Austrian Alpine Club. Available to all European residents. AAC insurance is cheap and works ok for minor accidents and rescues, but is not as comprehensive as many other insurance providers. The medical cover included would not be enough for complex treatment or a prolonged stay in hospital. It also doesn’t include cancellation cover. If you choose to use AAC we recommend you take out extra medical cover with another provider, to ‘top up’ the AAC medical limit, as well as a separate cancellation policy.
Travelex. For US citizens – a range of policies with comprehensive cover.
For any nationality
Global Rescue. Cover offered to all nationalities via a combination of GR membership and their separate insurance policy.
If you choose an alternative provider, or if there is any doubt about the scope of your chosen policy we recommend that you send your insurer the link to the relevant Alpine Guides trip webpage, and ask them if cover extends to those activities and has the required components (search/rescue, medical, repatriation and cancellation). It’s worth mentioning that rescue and medical expenses in Switzerland can be significantly more expensive than in other countries, so a decent level of cover is required for Swiss tours.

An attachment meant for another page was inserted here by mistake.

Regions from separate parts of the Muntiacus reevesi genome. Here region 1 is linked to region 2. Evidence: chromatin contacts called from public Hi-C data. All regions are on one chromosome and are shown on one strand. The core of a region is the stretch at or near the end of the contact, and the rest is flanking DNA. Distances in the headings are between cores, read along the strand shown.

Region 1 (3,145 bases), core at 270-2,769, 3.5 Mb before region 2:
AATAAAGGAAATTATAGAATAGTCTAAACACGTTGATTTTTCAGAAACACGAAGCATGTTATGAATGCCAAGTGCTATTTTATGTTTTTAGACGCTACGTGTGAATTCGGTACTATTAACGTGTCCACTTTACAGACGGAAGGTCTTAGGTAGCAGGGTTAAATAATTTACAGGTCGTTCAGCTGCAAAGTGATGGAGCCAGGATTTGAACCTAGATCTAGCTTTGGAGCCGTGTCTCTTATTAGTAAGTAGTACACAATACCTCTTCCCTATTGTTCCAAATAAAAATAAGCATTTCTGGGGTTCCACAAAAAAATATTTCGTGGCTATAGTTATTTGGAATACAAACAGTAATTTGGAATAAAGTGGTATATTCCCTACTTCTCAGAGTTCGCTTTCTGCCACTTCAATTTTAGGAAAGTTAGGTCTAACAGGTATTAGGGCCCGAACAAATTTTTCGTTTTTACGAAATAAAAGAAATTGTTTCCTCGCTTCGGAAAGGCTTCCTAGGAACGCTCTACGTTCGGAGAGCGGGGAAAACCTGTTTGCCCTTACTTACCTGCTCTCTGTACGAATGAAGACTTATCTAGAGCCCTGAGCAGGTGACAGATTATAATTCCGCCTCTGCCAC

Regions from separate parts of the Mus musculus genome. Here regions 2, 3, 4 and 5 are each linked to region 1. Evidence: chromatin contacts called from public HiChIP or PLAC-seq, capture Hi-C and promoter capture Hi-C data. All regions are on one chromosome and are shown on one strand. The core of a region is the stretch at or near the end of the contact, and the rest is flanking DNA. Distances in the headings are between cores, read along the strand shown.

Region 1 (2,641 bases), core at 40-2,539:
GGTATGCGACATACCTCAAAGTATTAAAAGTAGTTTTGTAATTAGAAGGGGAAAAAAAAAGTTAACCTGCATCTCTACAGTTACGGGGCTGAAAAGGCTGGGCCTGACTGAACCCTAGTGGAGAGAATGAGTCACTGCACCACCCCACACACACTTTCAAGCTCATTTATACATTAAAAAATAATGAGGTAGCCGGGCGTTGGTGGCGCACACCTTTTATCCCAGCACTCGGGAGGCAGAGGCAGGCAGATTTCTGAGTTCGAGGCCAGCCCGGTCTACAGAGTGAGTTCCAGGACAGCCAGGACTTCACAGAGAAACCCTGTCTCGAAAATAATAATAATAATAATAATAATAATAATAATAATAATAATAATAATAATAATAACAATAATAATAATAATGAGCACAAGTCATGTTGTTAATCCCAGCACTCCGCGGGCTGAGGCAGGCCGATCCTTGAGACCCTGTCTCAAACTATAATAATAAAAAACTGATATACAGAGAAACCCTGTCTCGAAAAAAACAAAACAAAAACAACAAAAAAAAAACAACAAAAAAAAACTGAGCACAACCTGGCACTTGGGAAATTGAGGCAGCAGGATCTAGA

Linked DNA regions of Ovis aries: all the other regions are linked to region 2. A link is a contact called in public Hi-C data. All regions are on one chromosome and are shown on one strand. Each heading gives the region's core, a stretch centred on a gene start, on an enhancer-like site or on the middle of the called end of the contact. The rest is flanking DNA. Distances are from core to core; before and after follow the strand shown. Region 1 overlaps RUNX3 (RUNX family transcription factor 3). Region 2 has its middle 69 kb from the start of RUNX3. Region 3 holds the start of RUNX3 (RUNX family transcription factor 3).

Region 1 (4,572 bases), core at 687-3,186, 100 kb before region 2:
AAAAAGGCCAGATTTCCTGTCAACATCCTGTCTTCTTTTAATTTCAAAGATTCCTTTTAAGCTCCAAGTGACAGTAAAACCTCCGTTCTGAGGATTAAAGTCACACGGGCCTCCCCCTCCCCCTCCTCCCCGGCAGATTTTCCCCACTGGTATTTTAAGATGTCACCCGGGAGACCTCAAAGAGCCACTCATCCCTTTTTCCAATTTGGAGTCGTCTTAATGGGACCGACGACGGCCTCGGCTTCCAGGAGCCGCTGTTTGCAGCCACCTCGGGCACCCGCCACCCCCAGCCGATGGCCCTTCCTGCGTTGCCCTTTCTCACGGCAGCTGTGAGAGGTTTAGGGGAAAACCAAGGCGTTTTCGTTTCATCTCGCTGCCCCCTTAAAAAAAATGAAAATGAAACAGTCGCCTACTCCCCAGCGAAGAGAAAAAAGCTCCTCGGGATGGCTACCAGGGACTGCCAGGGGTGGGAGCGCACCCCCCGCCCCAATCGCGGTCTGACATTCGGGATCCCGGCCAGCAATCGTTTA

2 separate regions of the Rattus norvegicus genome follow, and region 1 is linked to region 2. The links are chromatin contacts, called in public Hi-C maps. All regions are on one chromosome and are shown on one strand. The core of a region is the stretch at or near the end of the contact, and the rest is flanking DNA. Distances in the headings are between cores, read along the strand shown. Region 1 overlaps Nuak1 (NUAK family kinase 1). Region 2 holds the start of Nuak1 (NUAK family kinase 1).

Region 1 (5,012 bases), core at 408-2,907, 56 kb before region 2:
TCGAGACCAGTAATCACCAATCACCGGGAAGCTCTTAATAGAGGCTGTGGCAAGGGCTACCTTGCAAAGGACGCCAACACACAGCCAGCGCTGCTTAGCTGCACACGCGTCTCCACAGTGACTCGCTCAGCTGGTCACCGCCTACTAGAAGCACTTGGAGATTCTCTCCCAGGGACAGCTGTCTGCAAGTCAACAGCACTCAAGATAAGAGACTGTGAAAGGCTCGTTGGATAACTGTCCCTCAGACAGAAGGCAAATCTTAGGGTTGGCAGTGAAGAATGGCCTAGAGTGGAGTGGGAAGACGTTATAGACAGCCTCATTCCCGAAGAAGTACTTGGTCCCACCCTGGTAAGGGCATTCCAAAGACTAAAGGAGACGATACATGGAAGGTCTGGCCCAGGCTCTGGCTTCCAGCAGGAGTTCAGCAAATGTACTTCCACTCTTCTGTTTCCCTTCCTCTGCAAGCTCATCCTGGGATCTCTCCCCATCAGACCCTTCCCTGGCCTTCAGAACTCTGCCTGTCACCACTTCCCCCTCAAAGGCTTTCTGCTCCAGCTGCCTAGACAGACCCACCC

We recommend that you send us your insurance details before the trip commences, and they must be brought to the course briefing at the start of your trip. However, we cannot check the detail of every individual policy, and it is your own responsibility to ensure you are adequately insured.
What happens to my deposit if I book a trip, but it isn’t confirmed to run due to insufficient bookings?